While drawCeilings()/drawFloors() are still the major bottlenecks in my dungeon rendering code overall, the major bottleneck in those functions is no longer the code that applies color changes.

It’s funny. Every time I think I’ve hit a limit with optimizing this code, I keep discovering new ways to either entirely eliminate unnecessary calls or moving them so they aren’t called as frequently.

And I know that each time I do, it makes the game less taxing on player hardware and conserves the player’s battery life on laptops and mobile devices.

But, for now, let’s say that optimization is “done enough” and move on to the work of making the actual game!

Since I started working on dungeon-related code, I have had a test dungeon in one form or another. For a long time, it was two rooms, one with the dungeon entrance in the form of a ladder, with a short hallway connecting to a door that opens into the larger room which features a small closet and a column.

The Dungeon Under My House - test dungeon layout

It allowed me to experience navigating the dungeon, opening and closing doors, and most recently see how lighting works.

Well, that test dungeon is now gone.

This past week, I set out to design the opening layout that you’ll actually see in the finished game. While I anticipate iteration and tweaks, I envisioned the ladder from the basement of the house descending into a long, dark hallway.

The Dungeon Under My House - early dungeon space

The only light source is the opening in the ceiling at the entrance itself, which means that as you look down the hallway, it gets darker and impossible to see what is beyond a certain point.

The Dungeon Under My House - early dungeon space

What’s at the other end of the hallway? You can’t find out yet…

Well, technically at the moment you can.

Currently, the game doesn’t actually prevent navigation into the darkness yet, because I had spent much of my time finally making it easier for me to actually create the dungeon spaces. Until now, each cell in the dungeon was individually defined in code. Each wall tile, floor tile, ceiling tile, and door or ladder or light source was coded to make the test dungeon.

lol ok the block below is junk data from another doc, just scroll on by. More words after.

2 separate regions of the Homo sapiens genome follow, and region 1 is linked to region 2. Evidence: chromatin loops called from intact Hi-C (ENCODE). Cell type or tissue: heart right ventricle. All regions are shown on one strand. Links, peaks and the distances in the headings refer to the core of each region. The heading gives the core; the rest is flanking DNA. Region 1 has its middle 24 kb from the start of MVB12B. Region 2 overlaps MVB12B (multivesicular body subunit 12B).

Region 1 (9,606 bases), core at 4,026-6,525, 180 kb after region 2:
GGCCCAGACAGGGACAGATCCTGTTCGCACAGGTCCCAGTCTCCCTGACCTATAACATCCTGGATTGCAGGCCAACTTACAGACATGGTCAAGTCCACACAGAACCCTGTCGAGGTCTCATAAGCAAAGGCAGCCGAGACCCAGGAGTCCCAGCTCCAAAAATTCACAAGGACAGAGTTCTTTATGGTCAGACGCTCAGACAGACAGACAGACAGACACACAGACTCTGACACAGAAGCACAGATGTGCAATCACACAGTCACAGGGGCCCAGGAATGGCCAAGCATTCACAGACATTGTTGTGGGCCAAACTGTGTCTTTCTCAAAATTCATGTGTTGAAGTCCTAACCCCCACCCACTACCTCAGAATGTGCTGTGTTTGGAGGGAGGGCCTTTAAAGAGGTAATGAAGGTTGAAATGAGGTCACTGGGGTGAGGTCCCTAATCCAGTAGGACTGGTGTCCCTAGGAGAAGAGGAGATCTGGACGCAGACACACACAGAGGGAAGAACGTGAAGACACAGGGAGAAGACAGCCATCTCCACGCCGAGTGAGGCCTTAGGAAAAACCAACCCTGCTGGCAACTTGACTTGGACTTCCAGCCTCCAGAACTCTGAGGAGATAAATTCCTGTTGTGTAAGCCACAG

So I wrote some helper functions in my dungeon creation code. Now I can define entire arbitrarily-sized rooms at once, as well as defining columns, which are like inside-out rooms, with walls defined in the adjacent cells to enclose a space.

To create my test dungeon, I was able to remove over 30 lines of code and replace them with 7 lines.

The entire time, I was also envisioning the creation of a tool to let me use a GUI to create the dungeon so I wasn’t writing it in code. Even with these helpers to reduce the code needed to generate all of the grid cells, it still gets hard to picture exactly where on my graph paper a particular cell will end up. Plus, it would be nice to have a tool that can generate walls, ceilings, and floors with variations in textures automatically that I can then tweak manually.

I’ve looked briefly into existing tools such as Tiled, and I should dig a bit more to see how I can leverage them rather than spend time on creating my own editor. Either way, having such a tool will pay dividends as I continue designing and creating spaces in the dungeon throughout the remainder of this project’s development.